Warmer summers causing colder winters
Warmer summers in the far Northern Hemisphere are disrupting weather patterns and triggering more severe winter weather in the United States and Europe, a team of scientists say, in a finding that could improve long-range weather forecasts.
Blizzards and extreme cold temperatures in the winters of 2009/10 and 2010/11 caused widespread travel chaos in parts of Europe and the United States, leading some to question whether global warming was real.
Judah Cohen, lead author of a study published on Friday in the journal Environmental Research Letters, and his team found there was a clear trend of strong warming in the Arctic from July to September.
Existing predictions would also expect a warming trend during winter as well. But Cohen and his team found this was not the case for some regions, in a counter-intuitive finding that reveals more about the complexity of the world's climate system than any flaws in the science of global warming.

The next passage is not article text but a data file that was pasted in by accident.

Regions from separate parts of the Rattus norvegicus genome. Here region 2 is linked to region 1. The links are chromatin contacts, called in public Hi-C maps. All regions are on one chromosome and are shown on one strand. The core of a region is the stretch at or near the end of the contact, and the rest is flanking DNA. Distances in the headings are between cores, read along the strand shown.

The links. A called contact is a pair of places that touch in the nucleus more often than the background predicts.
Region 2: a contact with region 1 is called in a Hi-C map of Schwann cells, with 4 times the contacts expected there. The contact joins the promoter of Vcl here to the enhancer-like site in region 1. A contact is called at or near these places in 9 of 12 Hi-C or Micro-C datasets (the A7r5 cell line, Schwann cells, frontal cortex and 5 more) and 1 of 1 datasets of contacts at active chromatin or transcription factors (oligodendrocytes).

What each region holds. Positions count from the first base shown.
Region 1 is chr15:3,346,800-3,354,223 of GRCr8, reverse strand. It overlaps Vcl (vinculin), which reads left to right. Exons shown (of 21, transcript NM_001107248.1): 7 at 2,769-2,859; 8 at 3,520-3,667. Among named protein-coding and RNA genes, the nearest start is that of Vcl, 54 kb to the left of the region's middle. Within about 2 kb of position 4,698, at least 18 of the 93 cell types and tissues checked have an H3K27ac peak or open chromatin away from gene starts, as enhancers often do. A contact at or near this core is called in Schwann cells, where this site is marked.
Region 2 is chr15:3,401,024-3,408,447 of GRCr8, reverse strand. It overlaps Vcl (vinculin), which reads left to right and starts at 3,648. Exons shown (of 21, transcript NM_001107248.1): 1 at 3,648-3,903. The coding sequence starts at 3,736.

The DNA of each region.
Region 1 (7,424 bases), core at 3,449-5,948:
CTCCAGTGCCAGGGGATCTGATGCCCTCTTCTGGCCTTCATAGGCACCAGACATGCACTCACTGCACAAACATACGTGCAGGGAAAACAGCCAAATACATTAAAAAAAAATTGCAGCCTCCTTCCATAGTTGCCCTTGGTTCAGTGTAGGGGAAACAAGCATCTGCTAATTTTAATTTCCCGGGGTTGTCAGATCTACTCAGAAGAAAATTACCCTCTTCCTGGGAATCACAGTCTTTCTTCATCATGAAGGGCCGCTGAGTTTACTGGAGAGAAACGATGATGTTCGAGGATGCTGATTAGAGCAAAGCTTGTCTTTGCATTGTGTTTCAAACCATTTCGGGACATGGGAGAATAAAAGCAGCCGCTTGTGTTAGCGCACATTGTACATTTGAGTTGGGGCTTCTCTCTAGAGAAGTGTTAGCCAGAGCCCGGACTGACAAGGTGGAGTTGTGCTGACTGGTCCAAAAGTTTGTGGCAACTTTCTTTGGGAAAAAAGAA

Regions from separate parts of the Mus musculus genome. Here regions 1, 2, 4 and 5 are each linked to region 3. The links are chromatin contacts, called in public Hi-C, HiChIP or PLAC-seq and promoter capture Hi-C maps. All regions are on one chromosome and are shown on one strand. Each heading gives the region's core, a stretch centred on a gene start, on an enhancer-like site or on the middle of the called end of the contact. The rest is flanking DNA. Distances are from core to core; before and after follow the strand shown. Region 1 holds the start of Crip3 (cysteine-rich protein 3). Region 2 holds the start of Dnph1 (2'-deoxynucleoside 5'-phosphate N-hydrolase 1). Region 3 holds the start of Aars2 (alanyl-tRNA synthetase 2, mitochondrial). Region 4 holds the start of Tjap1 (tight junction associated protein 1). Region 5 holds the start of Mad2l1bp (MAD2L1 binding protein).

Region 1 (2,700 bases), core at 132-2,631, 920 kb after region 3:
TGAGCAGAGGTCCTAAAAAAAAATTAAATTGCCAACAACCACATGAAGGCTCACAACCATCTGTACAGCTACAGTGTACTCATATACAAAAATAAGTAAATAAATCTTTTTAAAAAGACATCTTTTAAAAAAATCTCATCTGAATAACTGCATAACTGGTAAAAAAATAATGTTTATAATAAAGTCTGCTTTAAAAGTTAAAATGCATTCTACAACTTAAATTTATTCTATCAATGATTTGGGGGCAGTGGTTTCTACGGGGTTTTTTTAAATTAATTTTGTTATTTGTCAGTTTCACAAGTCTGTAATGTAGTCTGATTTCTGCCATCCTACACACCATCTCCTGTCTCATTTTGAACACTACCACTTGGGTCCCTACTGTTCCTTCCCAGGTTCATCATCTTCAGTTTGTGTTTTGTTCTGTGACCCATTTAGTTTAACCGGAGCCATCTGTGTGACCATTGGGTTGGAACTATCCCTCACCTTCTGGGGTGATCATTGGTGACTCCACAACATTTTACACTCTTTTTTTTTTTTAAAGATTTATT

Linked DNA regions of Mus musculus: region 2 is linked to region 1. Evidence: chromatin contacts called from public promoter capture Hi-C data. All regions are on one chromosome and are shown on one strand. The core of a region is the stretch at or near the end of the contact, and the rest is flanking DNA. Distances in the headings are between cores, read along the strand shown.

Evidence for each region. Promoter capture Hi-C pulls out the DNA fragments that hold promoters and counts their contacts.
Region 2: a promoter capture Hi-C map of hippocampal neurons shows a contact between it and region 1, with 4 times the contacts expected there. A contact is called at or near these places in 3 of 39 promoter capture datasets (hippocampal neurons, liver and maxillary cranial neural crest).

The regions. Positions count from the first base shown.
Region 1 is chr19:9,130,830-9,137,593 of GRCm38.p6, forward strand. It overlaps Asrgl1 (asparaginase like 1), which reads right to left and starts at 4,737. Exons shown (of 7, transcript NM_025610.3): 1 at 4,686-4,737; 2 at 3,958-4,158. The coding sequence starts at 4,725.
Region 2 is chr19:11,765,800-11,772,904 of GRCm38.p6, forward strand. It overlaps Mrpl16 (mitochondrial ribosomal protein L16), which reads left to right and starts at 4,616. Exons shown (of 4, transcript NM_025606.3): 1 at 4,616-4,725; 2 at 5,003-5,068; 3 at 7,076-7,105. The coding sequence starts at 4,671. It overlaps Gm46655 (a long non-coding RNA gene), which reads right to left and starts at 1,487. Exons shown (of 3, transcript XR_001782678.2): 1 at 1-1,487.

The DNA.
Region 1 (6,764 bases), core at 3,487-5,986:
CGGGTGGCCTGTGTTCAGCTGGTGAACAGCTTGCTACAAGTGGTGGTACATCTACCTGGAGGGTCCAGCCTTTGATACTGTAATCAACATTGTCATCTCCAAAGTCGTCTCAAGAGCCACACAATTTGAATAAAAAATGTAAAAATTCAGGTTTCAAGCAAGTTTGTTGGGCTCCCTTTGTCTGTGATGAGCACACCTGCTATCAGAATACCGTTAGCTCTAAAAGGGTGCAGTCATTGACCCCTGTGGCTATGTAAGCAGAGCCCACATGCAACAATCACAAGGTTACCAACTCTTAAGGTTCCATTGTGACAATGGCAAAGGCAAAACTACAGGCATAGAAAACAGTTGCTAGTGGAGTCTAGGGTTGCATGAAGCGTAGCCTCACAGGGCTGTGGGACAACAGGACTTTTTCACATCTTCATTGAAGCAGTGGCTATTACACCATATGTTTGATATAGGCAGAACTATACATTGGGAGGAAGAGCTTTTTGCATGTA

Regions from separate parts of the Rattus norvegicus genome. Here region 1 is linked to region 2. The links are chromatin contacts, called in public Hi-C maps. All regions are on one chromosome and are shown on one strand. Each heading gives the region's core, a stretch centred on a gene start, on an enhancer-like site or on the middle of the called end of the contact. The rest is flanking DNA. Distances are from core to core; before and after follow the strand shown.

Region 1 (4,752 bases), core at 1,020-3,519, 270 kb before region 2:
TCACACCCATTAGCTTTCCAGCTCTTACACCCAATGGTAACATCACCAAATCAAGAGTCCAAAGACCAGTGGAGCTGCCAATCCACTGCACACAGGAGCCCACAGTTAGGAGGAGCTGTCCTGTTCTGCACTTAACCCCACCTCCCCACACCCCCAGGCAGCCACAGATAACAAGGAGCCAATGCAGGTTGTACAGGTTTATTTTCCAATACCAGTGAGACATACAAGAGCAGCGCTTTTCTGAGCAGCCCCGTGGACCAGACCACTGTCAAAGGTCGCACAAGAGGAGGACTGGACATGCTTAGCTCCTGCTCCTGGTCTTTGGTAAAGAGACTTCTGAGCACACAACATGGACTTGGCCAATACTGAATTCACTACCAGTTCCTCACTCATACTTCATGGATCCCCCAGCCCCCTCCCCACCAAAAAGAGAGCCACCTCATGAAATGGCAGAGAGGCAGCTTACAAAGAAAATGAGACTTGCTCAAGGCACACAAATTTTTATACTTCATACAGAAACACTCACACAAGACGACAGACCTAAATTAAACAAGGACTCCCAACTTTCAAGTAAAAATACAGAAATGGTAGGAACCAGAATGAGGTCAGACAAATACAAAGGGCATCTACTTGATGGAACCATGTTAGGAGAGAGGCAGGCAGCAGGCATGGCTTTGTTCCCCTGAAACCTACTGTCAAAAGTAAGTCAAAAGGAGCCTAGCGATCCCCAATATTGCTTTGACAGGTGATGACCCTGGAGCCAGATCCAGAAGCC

"For the last two decades, large-scale cooling trends have existed instead across large stretches of eastern North America and northern Eurasia. We argue that this unforeseen trend is probably not due to internal variability alone," the scientists say in the study.
Using temperature, rainfall and snow and ice data, the team found that rising summer temperatures in the Arctic meant the atmosphere could hold more moisture, leading to an increase in autumn snowfall in high-latitude areas.
Analysis of data showed the average snow coverage in Eurasia had increased over the past two decades. This additional snow cover in turn has led to a change in the Arctic Oscillation, the main atmospheric pressure pattern that governs winter weather in the far Northern Hemisphere.
When the oscillation is in a negative phase, high pressure cells over the Arctic push colder air towards the mid-latitudes, triggering colder than usual temperatures and fierce snow storms.
A positive phase tends to bring milder winter weather, such as the case at present in the United States and Europe.
Image credit: J. Wallace, University of Washington